(may not have a referrence, it was on same page as the next one)

Laon / Leon of Anselm (1050-1117)

Hugh of Flavigny (b. 1064)
Hugonis abbatis Flaviniacensis, Ekkehardi Uraugiensis Chronica
mansuetissima serenitas, primum quidem fidem nostram, quam a prelato exortatore nostro Silvestro universali papa et pontifice edocti sumus, intima cordis confessione ad instruendas omnium mentes proferentes, et ita demum misericordia Dei super nos diffusam annunciantes. (0046A) Nosse enim vos volumus, sicut per anteriorem nostram sacram pragmaticam iussionem significavimus, nos a culturis idolorum, simulacris mutis et manufactis, diabolicis compositionibus atque ab omnibus Satanae pompis recessisse, et ad integram christianorum fidem, quae est lux vera et vita perpetua, pervenisse, credentes iuxta id quod nos idem almificus summus pater et doctor noster Silvester instruxit, credere in Deum patrem omnipotentem, factorem celi et terrae, visibilium omnium et invisibilium, et in Iesum Christum filium eius unicum, Dominum nostrum, creata sunt omnia, et in Spiritum sanctum dominum et vivificatorem universae creaturae. Nos Patrem et Filium et Spiritum sanctum confitemur, ita ut in Trinitate perfecta sit plenitudo divinitatis et unitas potestatis. Pater Deus, Filius Deus, Spiritus sanctus Deus; et tres unum sunt. Tres itaque personae, sed una potestas; nam semper Deus se edidit ex se quod semper erat gignenda ad secula verbum. Et quando eodem solo suae sapientiae verbo universam formavit creaturam, cum eo erat cuncta suo archano componens ministerio. (0046B), Chronicon, 1&id=Hugo_Flaviniacensis_cps2, Chronicon, 1&level=&corpus=2&current_title=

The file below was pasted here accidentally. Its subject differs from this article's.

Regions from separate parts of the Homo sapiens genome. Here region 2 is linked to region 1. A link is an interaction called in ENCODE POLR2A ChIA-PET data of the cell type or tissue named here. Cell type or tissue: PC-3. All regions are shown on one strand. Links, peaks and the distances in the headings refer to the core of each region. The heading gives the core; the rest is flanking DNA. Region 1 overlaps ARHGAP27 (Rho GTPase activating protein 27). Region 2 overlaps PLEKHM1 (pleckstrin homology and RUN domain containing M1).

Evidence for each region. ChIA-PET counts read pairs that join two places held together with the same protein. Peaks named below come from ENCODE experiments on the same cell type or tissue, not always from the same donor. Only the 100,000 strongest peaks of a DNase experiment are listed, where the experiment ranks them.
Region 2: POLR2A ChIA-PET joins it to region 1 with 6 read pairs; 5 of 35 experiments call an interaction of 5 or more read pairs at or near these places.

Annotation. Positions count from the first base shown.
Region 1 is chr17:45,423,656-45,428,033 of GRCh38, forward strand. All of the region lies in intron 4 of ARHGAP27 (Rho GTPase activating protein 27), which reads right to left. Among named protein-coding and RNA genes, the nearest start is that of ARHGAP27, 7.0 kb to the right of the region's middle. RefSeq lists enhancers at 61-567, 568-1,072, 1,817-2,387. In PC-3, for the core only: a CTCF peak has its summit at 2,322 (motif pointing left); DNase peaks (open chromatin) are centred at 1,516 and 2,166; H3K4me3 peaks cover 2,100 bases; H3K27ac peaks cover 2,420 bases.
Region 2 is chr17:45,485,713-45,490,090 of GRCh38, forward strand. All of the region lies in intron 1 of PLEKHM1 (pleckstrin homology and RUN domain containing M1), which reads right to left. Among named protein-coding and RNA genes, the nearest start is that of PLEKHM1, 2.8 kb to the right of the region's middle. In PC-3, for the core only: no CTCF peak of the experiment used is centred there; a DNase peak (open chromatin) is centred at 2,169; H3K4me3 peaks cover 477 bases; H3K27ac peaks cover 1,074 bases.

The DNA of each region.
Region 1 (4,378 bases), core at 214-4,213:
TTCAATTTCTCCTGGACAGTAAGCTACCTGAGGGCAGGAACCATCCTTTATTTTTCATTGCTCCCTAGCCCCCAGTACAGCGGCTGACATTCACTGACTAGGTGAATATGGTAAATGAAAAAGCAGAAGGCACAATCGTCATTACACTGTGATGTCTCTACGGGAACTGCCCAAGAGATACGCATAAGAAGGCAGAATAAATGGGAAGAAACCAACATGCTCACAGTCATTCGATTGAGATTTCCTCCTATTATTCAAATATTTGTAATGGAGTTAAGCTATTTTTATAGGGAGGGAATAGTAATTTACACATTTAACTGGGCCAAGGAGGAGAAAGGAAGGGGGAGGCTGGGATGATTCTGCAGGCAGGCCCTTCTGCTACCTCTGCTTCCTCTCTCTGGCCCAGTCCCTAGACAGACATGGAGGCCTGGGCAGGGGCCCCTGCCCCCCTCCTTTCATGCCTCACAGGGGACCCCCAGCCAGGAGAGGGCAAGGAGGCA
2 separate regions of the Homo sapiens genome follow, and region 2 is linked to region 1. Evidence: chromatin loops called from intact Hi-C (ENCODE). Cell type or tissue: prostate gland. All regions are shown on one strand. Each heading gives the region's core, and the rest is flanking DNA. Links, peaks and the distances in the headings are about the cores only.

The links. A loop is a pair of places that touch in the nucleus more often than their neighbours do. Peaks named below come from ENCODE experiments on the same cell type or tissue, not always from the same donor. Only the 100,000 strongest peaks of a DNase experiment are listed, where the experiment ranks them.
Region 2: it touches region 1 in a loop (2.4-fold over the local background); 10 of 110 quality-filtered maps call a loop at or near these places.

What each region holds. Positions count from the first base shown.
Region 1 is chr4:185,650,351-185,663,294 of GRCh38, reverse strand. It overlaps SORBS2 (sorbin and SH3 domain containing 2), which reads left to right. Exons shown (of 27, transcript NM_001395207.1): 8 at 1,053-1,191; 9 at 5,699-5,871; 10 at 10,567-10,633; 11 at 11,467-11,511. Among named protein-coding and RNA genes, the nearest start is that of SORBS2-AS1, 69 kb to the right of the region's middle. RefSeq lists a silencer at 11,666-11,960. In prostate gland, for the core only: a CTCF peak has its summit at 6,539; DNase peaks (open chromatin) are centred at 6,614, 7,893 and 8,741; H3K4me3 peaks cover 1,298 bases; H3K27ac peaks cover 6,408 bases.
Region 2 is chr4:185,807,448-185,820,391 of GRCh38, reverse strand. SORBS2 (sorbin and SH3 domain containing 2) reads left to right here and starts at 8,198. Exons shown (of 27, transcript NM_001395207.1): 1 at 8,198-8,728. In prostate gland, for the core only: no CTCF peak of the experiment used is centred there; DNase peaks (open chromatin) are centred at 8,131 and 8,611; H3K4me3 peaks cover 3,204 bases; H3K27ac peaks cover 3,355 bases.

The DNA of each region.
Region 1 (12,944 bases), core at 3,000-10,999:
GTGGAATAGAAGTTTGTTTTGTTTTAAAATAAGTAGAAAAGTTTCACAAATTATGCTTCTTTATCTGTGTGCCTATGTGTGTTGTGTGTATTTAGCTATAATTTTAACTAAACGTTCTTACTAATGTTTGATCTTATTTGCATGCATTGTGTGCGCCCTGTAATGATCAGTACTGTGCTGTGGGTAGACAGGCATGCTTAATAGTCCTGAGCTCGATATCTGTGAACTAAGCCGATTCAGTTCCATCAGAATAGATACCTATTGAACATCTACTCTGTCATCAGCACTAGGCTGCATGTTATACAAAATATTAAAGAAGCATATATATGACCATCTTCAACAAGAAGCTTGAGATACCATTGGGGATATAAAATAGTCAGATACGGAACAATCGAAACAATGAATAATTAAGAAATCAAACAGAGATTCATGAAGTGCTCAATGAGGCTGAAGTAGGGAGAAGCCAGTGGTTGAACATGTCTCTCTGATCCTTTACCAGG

Hildebert of Lavardin (or Hildebert of Tours) (c. 1055 – 1133) Cenomanensis

Hugo Victorinus == Hugh of St. Victor d. 1141 (no verse ref so far)

Peter of Abelard - (1079 –1142) 92 (other refs)
Tractatus de unitate et trinitate divina
he has Augustine and Boetius (Boethius) confirming the words, Boethius is circa 500 AD and needs more study

Anselm of Havelberg (ca. 1100-1158)
dialog with Nicetas of Nicomedia
Anselmus Havelbergensis, Dialogi, 188, 1172C (auctor 1126-1154)